AUBURN, Maine — Twenty-five years after his 17-year-old daughter disappeared without a trace, Dick Moreau hasn’t slowed in his quest to find out what happened.

Kim Moreau last was seen the night of May 9, 1986, when she left her home in the small western Maine town of Jay and never returned. Police suspect foul play and she is presumed dead, but her remains have not been found and nobody has been arrested in connection with her disappearance.

Through the years, the unanswered questions have vexed Dick Moreau. What happened that night? Who was responsible? Where are his daughter’s remains?

To this day, Moreau continues to work with detectives, put up fliers with his daughter’s photo and appeal to the public for information. He has enlisted psychics, scoured woods, riverbanks and caves, and dug up bones in search of answers.

“Bringing her home to rest is my only goal,” Moreau, 68, said Monday before a news conference with police to appeal once again to the public for information. “I promised my wife and kids and my parents that I’d never give up until she’s home or I’m dead — whichever comes first.”

Kimberly Moreau last was seen leaving her home on a chilly spring evening dressed in a white blouse, bluejeans and white high-top sneakers. Her boyfriend’s class ring engraved with “Mike ’87” hung from a chain around her neck. Her parents were tending bar at a function at the nearby VFW hall.

Moreau said his daughter and a friend had been out with two men in their 20s during the day, and that she went back out with one of the men after stopping at home for a few minutes at around 11 p.m.

The man has told police he later dropped off Kim a block or two from home in the early morning hours but he didn’t know what happened to her after that.

Moreau thinks his daughter was dead within hours of leaving home — perhaps it was a tragic accident, he said — but he hasn’t been able to rest without knowing for sure.

Moreau, who still lives in the same house he lived in in 1986, is reminded of his daughter every day. He has a poster-sized photo of her on a wall to keep him going. His first wife died in 1988; he now lives with his second wife.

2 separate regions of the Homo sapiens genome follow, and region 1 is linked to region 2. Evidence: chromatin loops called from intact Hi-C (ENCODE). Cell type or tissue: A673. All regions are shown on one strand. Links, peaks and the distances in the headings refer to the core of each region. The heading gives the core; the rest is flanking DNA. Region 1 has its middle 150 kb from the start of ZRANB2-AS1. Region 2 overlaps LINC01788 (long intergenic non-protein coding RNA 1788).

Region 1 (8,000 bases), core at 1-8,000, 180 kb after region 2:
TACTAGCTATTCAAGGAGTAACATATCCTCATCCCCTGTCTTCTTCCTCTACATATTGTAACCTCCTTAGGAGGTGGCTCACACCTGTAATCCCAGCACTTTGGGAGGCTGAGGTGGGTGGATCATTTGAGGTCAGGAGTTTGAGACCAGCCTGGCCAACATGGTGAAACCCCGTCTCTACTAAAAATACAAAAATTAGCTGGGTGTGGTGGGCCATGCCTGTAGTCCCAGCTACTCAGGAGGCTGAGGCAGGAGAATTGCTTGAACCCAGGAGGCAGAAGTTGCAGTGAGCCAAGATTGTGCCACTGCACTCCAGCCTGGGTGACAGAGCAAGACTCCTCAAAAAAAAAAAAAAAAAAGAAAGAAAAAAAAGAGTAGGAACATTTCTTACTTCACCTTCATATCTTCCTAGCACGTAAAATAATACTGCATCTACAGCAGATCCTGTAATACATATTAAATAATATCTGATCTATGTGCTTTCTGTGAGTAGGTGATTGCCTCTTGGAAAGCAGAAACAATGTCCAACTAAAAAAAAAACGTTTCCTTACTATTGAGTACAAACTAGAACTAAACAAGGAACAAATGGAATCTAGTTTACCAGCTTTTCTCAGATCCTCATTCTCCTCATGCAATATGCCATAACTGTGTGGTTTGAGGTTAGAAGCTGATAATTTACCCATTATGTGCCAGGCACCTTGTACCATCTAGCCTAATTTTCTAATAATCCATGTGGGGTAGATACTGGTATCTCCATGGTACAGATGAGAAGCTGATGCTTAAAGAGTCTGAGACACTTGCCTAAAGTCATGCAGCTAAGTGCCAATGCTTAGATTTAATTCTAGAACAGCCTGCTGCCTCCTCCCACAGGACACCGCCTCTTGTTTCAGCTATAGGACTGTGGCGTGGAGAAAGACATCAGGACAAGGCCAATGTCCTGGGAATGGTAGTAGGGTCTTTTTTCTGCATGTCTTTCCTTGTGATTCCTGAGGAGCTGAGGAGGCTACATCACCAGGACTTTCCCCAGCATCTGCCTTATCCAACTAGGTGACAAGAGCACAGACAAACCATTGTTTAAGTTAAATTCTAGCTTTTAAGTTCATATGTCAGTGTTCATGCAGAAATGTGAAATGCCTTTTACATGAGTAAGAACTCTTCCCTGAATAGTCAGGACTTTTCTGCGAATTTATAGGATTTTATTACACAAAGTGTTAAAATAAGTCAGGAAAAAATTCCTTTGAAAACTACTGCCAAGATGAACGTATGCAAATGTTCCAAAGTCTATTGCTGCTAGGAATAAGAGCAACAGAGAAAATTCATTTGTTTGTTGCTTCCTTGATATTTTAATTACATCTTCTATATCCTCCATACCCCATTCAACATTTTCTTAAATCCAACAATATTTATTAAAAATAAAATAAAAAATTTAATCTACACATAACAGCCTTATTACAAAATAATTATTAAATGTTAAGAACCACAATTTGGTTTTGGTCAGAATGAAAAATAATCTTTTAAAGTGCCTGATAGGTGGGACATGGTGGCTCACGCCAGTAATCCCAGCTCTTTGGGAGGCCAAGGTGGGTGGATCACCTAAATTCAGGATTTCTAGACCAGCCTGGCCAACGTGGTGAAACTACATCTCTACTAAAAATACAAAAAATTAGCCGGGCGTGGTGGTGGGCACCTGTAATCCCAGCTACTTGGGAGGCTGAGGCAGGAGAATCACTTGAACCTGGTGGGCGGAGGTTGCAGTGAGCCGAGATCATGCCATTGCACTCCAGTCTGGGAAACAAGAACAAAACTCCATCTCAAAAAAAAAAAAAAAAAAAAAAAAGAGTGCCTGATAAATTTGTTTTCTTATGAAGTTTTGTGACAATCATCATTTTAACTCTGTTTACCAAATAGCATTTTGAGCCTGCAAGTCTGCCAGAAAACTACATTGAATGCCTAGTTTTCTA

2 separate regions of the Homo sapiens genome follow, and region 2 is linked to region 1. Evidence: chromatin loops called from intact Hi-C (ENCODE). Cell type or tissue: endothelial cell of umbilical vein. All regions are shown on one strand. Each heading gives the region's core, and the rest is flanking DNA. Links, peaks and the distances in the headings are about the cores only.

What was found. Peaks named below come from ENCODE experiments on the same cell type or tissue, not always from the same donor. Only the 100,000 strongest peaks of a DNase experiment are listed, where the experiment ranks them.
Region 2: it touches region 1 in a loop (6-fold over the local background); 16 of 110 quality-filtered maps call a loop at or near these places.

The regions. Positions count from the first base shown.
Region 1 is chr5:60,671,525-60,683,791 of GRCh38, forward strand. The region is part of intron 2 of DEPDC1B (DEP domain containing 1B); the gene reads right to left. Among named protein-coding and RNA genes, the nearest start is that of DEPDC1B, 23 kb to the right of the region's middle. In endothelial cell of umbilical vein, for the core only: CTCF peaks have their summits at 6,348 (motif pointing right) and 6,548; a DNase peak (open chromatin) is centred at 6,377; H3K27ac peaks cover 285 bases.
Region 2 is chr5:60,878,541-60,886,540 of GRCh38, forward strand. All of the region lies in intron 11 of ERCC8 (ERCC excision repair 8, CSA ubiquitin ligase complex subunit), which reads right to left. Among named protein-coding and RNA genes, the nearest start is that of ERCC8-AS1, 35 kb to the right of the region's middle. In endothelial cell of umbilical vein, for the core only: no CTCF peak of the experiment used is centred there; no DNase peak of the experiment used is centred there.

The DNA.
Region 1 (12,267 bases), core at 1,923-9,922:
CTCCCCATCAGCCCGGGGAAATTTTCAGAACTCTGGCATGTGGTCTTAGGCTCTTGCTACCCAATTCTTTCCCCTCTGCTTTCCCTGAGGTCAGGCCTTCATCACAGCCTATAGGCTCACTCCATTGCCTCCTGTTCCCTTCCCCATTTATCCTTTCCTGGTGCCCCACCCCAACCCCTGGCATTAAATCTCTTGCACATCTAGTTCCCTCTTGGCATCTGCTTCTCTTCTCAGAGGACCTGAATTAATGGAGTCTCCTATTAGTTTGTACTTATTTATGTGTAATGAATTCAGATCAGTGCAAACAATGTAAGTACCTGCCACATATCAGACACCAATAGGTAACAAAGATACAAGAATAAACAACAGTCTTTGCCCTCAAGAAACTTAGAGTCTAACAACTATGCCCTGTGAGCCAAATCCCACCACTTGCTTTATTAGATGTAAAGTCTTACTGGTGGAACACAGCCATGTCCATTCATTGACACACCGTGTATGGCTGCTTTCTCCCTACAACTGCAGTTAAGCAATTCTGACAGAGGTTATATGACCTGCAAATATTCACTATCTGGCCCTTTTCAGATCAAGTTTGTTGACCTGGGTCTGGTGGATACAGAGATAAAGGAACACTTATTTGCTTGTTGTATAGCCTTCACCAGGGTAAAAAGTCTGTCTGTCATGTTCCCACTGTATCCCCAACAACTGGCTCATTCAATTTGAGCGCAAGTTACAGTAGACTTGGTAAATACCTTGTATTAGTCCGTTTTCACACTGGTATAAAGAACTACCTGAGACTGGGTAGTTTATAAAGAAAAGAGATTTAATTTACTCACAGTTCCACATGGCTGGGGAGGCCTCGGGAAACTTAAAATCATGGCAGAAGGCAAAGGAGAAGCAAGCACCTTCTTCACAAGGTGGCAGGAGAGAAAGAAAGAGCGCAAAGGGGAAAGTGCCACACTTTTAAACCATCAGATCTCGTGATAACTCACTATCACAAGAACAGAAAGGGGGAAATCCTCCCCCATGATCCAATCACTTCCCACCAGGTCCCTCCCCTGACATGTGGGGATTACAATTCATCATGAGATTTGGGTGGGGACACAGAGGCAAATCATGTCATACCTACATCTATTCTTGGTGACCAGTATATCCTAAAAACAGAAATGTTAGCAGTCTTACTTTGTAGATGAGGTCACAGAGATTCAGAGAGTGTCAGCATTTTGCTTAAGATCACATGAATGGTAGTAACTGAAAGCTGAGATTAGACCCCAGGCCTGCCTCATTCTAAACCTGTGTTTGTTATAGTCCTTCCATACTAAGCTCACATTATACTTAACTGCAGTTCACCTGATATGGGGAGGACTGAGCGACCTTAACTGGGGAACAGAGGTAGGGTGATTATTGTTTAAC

Moreau estimates he has put up more than 50,000 fliers over the years with his daughter’s photo below the words, “Please Help Bring Kim Home!!!” He calls investigators regularly, and dozens of psychics have offered their help.

Maine State Police Lt. Brian McDonough said Monday that 25 years is too long for anyone not to know what happened to a loved one. Police have identified a person of interest in the case, but McDonough wouldn’t name the person.

“It is now time for the person responsible for what happened to Kimberly to come forward and relieve themselves of the burden, remorse and regret that you carry,” he said. “To that individual responsible for the disappearance of Kimberly, you know who you are and you know we have a good idea of who you are.”

About 800,000 children are reported missing every year, with 10,000 to 15,000 of the cases not resolved, said Ernie Allen, president of the National Center for Missing and Exploited Children in Alexandria, Va. Many parents are left wanting answers, he said.

“No case is ever closed until we find the child or we learn with certainty what happened,” he said.

For Dick Moreau, the search gets harder with each passing year.

“It’s 25 years now,” he said. “That’s eight years longer than she was alive on the face of this earth.”

But people across Maine continue helping. Harold Murray has helped search wells, woods and riverbanks and used night-vision cameras to try to capture Kim’s spirit in hopes of learning what happened. Murray heads a group called Bangor Ghost Hunters that he says is a paranormal investigative unit.

“Dick Moreau deserves a medal for what he’s been doing and going through the past 25 years,” Murray said. “He has the same beliefs I do — never give up. He knows someday she will be found, and he wants to make sure that’s during his lifetime. That’s a dream he has, and I like being part of that dream.”